The Indigenous Grapes of Croatia: Original Zinfandel, Tribidrag (Crljenak Kaštelanski)

By , 03 Aug 2016, 09:51 AM Grapes
The Indigenous Grapes of Croatia: Original Zinfandel, Tribidrag (Crljenak Kaštelanski) Vina Bedalov in Kastela

Continuing our look at the indigenous grapes of Croatia, perhaps the most famous one of all, Tribidrag (Crljenak Kaštelanski), the original Zinfandel. 

Crljenak Kaštelanski is probably the most famous indigenous Croatian wine in the world. Of course, not under that name – I mean, who can pronounce it at all, if they called it that it would be very unpopular. So, in the US they call it something else: Zinfandel. In Italy, a third name: Primitivo. In some places in Croatia, it has a local name of Tribidrag (or Pribidrag), and in neighbouring Montenegro they call it Kratošija. It was grown in Croatia ever since they started making wine here, and there are written records from the 15th century, where winemaking out of Tribidrag grapes is described on islands of Hvar and Vis. In the past it was the most abundant red grape variety in Dalmatia, and the quality of its wine and relatively high and regular yields were probably the reasons why it was taken to Italy in the 18th century.

Jancis Robinson, wine critic and book author described by Decanter magazine as 'the most respected wine critic and journalist in the world', co-authored the book Wine Grapes, the first book in English to introduce Tribidrag as the prime name for this variety. Her logic in deciding that Tribidrag should be used as the prime name for the variety is that the oldest name gets the title! While the first written reference to the name Primitivo dates from 1799 and to Zinfandel from 1837, the first reference to Tribidrag dates all the way back to the 15th century, so that’s what she says everyone should be using for the variety!

It got its Italian name, Primitivo, because it ripens much earlier than the other varieties that were grown in Apulia when Tribidrag was introduced (primo – early). It made its way to the United States via Vienna, Austria, which partially explains the name used there, Zinfandel, which sounds oddly Germanic, and is a result of mix-up of several varieties being shipped at the same time. On the east coast the variety was not very successful, but it took a bit of Gold rush fever to get it over to the west coast, where it was a huge success and within few decades it was the most abundant wine in the west coast vineyards at the end of 19th century. In Croatia, however, it was caught in the downward spiral, because of the phylloxera epidemic in the late 19th century, as well as its propensity to powdery mildew and other diseases.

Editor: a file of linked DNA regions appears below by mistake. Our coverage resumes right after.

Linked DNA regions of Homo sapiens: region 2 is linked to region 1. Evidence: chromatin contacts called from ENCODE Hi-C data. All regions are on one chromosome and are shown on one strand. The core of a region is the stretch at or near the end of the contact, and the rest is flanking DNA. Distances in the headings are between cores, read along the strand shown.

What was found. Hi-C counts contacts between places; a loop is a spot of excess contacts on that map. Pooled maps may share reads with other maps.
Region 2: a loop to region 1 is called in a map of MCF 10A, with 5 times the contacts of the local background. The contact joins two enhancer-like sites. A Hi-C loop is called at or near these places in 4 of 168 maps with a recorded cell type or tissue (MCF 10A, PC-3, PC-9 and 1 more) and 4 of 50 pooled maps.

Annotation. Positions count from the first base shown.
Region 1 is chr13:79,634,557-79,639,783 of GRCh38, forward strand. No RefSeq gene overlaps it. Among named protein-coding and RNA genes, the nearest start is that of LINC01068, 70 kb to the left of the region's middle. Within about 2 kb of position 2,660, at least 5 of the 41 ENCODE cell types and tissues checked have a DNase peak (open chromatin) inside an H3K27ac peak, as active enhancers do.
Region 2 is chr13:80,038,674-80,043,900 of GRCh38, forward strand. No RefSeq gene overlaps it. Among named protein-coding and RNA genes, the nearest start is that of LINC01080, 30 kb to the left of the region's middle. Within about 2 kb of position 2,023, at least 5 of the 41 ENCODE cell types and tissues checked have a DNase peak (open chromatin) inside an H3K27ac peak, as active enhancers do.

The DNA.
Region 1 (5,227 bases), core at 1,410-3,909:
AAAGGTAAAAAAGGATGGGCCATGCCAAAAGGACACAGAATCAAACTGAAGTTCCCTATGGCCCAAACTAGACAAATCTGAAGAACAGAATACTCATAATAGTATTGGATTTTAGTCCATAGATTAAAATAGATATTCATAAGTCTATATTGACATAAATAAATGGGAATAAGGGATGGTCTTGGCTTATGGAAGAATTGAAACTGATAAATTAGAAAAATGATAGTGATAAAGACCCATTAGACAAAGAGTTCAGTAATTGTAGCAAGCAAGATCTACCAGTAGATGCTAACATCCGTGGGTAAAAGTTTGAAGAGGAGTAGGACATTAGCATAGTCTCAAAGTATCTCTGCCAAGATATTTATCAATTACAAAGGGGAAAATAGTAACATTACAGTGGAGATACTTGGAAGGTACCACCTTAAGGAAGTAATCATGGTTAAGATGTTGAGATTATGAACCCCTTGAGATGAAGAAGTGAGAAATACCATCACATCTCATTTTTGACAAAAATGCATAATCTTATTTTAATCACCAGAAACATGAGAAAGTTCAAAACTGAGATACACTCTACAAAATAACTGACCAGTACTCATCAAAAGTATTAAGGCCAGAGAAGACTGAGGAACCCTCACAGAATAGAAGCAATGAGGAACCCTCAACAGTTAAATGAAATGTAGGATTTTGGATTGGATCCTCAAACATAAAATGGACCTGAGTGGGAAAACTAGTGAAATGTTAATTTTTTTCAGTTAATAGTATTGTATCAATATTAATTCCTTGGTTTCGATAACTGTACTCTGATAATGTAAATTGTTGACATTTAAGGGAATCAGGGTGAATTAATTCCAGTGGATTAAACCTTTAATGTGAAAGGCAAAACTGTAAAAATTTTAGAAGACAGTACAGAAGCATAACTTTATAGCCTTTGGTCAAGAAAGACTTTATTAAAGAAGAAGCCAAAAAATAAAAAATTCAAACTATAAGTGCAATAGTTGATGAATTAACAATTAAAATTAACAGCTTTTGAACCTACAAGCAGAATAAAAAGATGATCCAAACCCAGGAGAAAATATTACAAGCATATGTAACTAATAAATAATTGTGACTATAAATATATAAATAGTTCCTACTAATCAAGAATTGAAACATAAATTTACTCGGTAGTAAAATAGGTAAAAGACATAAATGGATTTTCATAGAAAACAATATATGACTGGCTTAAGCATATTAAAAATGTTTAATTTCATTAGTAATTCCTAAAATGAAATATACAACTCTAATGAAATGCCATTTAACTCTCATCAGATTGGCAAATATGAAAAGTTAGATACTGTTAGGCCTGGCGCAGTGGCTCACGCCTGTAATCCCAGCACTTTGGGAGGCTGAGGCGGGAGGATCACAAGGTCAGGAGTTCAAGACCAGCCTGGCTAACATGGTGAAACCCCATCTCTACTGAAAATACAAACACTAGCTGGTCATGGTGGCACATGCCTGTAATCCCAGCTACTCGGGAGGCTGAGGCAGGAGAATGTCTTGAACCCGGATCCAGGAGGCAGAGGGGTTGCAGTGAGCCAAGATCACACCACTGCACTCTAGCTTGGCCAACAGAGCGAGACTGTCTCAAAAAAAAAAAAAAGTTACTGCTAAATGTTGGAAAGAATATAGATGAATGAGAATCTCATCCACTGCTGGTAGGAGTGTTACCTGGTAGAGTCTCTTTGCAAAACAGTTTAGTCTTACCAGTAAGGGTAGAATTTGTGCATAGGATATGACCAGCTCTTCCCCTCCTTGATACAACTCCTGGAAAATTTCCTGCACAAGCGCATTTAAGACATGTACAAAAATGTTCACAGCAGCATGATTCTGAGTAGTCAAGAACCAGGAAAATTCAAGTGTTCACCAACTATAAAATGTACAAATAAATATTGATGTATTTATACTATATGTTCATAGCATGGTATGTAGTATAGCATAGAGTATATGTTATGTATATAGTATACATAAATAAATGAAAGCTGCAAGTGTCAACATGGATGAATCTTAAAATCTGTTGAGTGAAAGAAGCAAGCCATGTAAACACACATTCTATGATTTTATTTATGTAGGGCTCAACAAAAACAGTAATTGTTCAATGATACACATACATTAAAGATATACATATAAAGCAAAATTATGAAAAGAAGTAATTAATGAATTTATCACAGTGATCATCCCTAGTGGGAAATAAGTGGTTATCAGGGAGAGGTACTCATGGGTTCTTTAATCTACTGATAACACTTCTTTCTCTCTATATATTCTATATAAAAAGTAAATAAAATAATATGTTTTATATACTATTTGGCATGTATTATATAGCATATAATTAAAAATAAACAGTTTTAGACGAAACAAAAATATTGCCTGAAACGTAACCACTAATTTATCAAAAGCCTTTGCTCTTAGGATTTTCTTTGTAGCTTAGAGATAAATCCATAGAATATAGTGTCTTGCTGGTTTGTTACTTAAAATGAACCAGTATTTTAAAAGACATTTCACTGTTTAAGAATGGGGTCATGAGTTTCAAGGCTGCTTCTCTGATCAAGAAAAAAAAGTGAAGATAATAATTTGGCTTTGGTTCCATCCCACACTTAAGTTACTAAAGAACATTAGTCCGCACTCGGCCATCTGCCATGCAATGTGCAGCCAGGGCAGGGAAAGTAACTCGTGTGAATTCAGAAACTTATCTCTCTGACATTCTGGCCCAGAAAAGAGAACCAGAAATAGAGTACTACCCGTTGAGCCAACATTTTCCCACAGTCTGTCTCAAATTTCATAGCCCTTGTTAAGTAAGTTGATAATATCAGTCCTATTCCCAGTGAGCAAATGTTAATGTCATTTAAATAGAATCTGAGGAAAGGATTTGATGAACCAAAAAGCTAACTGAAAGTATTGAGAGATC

It was rapidly replaced by other red varieties in the south of Dalmatia, mostly very similar variety Plavac Mali that was much less prone to disease. So, by the end of the twentieth century, when scientists were attempting to fully resolve genetic origin of Zinfandel, Plavac Mali, Primitivo and their linkage, the group led by dr. Carole Meredith from the University of Davis, California was able to find about a dozen vines that were genetically confirmed to be an exact match to already previously matched Zinfandel and Primitivo! The find took place in Kaštela, at an old vineyard, where those several vines were mixed with other varieties and it was conclusively proven that Tribidrag is actually a parent to Plavac Mali, that took its position in the Dalmatian vineyards. After that find, the variety has been reintroduced into vineyards in Croatia, while still being researched to create new clones without viral disease that could be transferred to Italy and California.

As already mentioned, Tribidrag ripens rather early, needs less sunny hours than its child Plavac Mali to create high sugars and high acids, and the wine is wonderfully deep red, with lower tannins than Plavac Mali. It is similar to Plavac, especially when it’s grown on similar locations in Croatia, has berries and spices aromas, and should also be served at around 18 °C, accompanying dark red meat dishes, game and even tuna steaks. Several Croatian winemakers have recently started producing and selling Tribidrag wine, although their vineyards mostly contain Italian seedlings, and in the future we expect to see much more authentic Croatian clones being cultivated. Also, in California most Zin is made into a rose wine (so-called white Zin), and we are yet to see if the same attempts will prove successful in Dalmatia. South-Dalmatian Tribidrag has high sugar content, so it is reasonable to believe it could produce high-quality dessert wines.

For now, if you get a chance to taste and buy Tribidrag produced by one of the wineries in the original Kaštela area where Crljenak Kaštelanski gets its name from, you will be drinking the original Zin. Kaštela roducers are Bedalov, Vuina, Krolo and Radunić. Others starting to produce Tribidrag include Stina winery on Brač, Zlatan Crljenak grown on Biokovo mountain on Dalmatian mainland, Kairos Crljenak by Vinski Dvori from Trogir area, Zinfandel Benmosche by a winemaker from Pelješac (Marija Mrgudić) and her American partner – thus the American name for a wine made from grapes grown in Pelješac!, Dubrovački podrumi winery, go for it. Also, it can be found under the name Tribidrag produced by the Rizman winery in Neretva area, Mimica/House of tha Happy Man from Omiš and Grabovac winery in Imotski. So, if you are choosing a wine to take home from Croatia as a gift to someone, consider a bottle of Tribidrag: it will go great with a steak or any dark-meat dish, and it will give you a chance to tell the story of how old Croatian wine variety is one of the most abundant varieties in California, and how that was discovered on the sample of less-than-dozen grapes!

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